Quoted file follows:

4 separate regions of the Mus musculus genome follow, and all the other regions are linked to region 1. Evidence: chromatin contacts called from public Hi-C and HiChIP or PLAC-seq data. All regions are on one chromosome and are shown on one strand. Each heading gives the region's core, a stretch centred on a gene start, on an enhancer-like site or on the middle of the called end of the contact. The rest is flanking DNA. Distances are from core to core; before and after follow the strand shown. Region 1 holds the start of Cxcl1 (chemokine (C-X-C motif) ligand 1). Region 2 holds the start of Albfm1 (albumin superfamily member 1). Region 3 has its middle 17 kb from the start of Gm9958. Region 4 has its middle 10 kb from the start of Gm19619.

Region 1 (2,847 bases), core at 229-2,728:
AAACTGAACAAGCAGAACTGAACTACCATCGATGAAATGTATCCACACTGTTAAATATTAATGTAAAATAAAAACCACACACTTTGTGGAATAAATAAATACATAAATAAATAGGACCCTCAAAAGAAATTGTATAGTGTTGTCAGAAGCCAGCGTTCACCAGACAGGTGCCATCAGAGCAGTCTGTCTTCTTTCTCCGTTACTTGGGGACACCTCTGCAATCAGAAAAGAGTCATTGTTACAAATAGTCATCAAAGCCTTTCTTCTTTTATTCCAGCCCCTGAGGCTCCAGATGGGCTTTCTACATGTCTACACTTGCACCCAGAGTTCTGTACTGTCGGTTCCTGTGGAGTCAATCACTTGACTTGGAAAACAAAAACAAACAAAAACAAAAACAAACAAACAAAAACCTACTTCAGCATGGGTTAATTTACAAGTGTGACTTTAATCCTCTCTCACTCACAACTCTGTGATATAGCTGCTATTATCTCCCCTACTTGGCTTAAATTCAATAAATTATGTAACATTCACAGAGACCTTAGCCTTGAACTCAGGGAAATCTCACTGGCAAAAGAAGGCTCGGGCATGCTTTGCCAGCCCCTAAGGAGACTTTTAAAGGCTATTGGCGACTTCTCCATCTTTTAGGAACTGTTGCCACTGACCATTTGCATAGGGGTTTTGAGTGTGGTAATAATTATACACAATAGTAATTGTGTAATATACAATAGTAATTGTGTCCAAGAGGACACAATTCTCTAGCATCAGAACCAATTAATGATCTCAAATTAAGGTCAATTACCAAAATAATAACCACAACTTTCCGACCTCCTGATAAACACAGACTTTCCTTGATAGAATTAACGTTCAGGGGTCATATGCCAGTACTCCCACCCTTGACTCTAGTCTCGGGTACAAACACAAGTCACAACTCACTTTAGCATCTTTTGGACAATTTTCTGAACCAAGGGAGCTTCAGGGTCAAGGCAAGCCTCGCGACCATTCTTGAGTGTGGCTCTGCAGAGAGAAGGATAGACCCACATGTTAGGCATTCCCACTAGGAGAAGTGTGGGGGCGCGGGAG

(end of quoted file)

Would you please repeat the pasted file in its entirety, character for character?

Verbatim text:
4 separate regions of the Mus musculus genome follow, and all the other regions are linked to region 1. Evidence: chromatin contacts called from public Hi-C and HiChIP or PLAC-seq data. All regions are on one chromosome and are shown on one strand. Each heading gives the region's core, a stretch centred on a gene start, on an enhancer-like site or on the middle of the called end of the contact. The rest is flanking DNA. Distances are from core to core; before and after follow the strand shown. Region 1 holds the start of Cxcl1 (chemokine (C-X-C motif) ligand 1). Region 2 holds the start of Albfm1 (albumin superfamily member 1). Region 3 has its middle 17 kb from the start of Gm9958. Region 4 has its middle 10 kb from the start of Gm19619.

Region 1 (2,847 bases), core at 229-2,728:
AAACTGAACAAGCAGAACTGAACTACCATCGATGAAATGTATCCACACTGTTAAATATTAATGTAAAATAAAAACCACACACTTTGTGGAATAAATAAATACATAAATAAATAGGACCCTCAAAAGAAATTGTATAGTGTTGTCAGAAGCCAGCGTTCACCAGACAGGTGCCATCAGAGCAGTCTGTCTTCTTTCTCCGTTACTTGGGGACACCTCTGCAATCAGAAAAGAGTCATTGTTACAAATAGTCATCAAAGCCTTTCTTCTTTTATTCCAGCCCCTGAGGCTCCAGATGGGCTTTCTACATGTCTACACTTGCACCCAGAGTTCTGTACTGTCGGTTCCTGTGGAGTCAATCACTTGACTTGGAAAACAAAAACAAACAAAAACAAAAACAAACAAACAAAAACCTACTTCAGCATGGGTTAATTTACAAGTGTGACTTTAATCCTCTCTCACTCACAACTCTGTGATATAGCTGCTATTATCTCCCCTACTTGGCTTAAATTCAATAAATTATGTAACATTCACAGAGACCTTAGCCTTGAACTCAGGGAAATCTCACTGGCAAAAGAAGGCTCGGGCATGCTTTGCCAGCCCCTAAGGAGACTTTTAAAGGCTATTGGCGACTTCTCCATCTTTTAGGAACTGTTGCCACTGACCATTTGCATAGGGGTTTTGAGTGTGGTAATAATTATACACAATAGTAATTGTGTAATATACAATAGTAATTGTGTCCAAGAGGACACAATTCTCTAGCATCAGAACCAATTAATGATCTCAAATTAAGGTCAATTACCAAAATAATAACCACAACTTTCCGACCTCCTGATAAACACAGACTTTCCTTGATAGAATTAACGTTCAGGGGTCATATGCCAGTACTCCCACCCTTGACTCTAGTCTCGGGTACAAACACAAGTCACAACTCACTTTAGCATCTTTTGGACAATTTTCTGAACCAAGGGAGCTTCAGGGTCAAGGCAAGCCTCGCGACCATTCTTGAGTGTGGCTCTGCAGAGAGAAGGATAGACCCACATGTTAGGCATTCCCACTAGGAGAAGTGTGGGGGCGCGGGAG